Opportunity, meaningful relationships and variety – these are just some of the motivations behind working with older people according to a recent survey.
The Care to Care survey, run by Bupa in partnership with Royal College of Nursing (RCN), aimed to dispel misconceptions that the route favoured by many is a less superior area of nursing.
In fact, 82% of those questions felt that their career as a nurse for older people gave them the experience in dealing with complex health issues, while three quarters felt the line of work presented an opportunity to advance their clinical skills.
Joan Elliot, Managing Director for Bupa Care Homes, said she hoped the figures would persuade others into the field,
“It’s great to see nurses acknowledge the variety of clinical and personal skills involved in working with older people, and it’s vital that we dispel the misconception that these roles are less clinical or slower-paced. As the research shows, older people’s care nursing can be a hugely rewarding career, and I hope this encourages more people to consider it,” she said.
Dawne Garrett, Professional Lead for the Care of Older People and Dementia at the RCN agreed that encouraging more trainee nurses into the profession was important,
“With the population getting older, older people’s care nursing is becoming more important than ever before, and it’s vital that we’re attracting the right people to the role. These findings will inspire current nurses and those new to the profession to consider a career in the field. It is a flexible, varied and above all highly rewarding career, empowering individuals to make a tangible difference to the lives of older people.”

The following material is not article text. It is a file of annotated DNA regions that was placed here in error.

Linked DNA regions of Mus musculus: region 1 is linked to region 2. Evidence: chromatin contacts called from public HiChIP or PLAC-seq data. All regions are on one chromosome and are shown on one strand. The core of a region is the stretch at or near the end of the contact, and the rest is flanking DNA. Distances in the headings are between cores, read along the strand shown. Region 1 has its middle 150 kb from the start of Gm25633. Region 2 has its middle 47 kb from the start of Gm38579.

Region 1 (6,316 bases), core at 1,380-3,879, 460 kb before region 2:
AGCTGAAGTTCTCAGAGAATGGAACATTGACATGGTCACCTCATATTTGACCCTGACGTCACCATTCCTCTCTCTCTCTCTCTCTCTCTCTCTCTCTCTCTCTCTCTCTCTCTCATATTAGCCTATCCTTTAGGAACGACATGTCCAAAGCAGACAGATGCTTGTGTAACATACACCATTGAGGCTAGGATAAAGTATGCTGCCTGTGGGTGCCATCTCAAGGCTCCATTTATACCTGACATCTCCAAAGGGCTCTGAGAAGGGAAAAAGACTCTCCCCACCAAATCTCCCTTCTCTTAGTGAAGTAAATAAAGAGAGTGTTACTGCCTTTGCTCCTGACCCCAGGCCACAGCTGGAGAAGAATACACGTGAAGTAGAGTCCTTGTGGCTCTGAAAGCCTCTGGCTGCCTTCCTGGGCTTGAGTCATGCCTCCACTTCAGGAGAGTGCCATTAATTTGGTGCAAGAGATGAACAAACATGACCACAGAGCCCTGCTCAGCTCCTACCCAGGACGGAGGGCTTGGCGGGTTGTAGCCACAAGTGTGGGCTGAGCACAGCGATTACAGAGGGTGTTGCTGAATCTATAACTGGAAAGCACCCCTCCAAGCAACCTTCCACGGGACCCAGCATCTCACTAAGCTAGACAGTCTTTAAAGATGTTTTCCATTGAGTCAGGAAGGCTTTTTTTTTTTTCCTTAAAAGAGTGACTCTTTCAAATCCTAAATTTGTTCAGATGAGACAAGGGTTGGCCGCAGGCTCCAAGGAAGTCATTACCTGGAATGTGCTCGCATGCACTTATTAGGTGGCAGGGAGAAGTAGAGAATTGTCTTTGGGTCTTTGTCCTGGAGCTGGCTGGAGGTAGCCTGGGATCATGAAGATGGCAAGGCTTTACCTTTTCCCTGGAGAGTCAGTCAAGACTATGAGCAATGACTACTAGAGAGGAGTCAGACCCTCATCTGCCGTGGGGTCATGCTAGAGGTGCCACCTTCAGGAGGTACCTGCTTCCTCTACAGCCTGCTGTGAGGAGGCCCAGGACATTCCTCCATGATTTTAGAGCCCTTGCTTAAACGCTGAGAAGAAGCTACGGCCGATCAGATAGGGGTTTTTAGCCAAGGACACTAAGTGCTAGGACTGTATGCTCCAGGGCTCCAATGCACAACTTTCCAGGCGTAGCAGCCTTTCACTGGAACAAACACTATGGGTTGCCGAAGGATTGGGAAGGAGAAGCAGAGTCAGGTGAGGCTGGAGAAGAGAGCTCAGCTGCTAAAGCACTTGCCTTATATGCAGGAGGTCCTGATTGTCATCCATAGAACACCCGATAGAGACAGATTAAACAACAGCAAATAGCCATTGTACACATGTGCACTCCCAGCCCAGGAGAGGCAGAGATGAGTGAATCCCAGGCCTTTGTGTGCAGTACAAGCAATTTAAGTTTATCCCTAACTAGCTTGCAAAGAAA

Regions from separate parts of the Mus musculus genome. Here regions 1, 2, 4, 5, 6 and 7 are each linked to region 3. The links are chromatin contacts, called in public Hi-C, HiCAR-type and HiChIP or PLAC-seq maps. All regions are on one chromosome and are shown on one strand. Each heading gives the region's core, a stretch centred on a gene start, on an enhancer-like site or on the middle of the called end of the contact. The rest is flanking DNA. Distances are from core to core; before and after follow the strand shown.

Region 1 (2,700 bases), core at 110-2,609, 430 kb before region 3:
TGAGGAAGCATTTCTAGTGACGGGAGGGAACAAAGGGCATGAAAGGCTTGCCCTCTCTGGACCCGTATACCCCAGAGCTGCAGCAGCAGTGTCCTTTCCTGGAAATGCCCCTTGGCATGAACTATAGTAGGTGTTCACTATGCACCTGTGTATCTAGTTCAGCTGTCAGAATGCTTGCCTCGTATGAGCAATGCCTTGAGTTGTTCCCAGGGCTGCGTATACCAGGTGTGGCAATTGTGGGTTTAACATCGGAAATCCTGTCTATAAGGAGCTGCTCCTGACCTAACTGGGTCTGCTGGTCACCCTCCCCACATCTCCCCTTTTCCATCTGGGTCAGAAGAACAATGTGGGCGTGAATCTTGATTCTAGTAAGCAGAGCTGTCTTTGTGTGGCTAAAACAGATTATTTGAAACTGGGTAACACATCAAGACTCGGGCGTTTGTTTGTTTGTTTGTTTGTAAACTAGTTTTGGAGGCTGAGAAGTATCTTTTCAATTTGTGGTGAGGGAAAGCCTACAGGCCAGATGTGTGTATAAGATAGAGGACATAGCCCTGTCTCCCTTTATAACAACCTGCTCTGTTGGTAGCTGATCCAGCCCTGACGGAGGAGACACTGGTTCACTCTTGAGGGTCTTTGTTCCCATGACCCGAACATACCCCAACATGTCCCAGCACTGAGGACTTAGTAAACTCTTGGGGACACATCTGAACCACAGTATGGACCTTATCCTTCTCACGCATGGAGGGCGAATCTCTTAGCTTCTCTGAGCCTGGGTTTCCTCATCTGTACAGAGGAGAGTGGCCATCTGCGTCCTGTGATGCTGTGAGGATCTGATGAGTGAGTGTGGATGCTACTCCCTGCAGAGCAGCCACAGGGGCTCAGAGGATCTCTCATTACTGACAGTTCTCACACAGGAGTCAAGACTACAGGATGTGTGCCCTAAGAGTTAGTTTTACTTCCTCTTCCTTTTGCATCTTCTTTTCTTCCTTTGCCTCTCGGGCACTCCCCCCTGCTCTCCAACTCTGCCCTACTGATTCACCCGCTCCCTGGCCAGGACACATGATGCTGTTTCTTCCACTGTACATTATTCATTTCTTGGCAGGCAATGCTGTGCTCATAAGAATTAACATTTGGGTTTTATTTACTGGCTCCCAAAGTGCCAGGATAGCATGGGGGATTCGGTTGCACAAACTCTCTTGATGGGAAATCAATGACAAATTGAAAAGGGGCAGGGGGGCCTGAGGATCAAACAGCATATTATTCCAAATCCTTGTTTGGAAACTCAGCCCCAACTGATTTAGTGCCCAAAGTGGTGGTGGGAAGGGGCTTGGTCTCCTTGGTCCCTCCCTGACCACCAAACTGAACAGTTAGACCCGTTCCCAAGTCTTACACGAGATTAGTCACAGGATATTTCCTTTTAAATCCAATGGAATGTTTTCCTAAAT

Not only did participants respond favourably to their chosen career path in terms of the challenges, but there were also high scores with regards to training and support. 88% agreed they had sufficient training to do their jobs, and 92% felt confident in applying this training.
So what encouraged these nurses into the profession in the first instance? 81% said it was to provide continuity of care. Helen Baxendale, Lead Nurse for Bupa Care Homes, commented on her career up until this point,
“I never considered a career working with older people but got into it by chance after finishing my nursing training. That was 28 years ago, and I haven’t looked back! It’s allowed me to build up meaningful relationships with residents and their families, as well as being able to put my clinical and leadership skills to good use in a variety of challenging ways.
“Over the years I’ve worked in and managed care homes, and now I work in the central quality and compliance team, helping to ensure all our home managers and their staff are supporting our residents to live meaningful lives in care homes that deliver great quality care. The roles I have undertaken have been really varied, but I’ve found great support throughout my career and have been able to develop a career that’s perfect for me” she said.
In light of International Nurses Day, we would like to highlight the dedication of all nurses, whomever they work with and in whatever organisation they may work within. This day helps to acknowledge the hard work they put in day in, day out.
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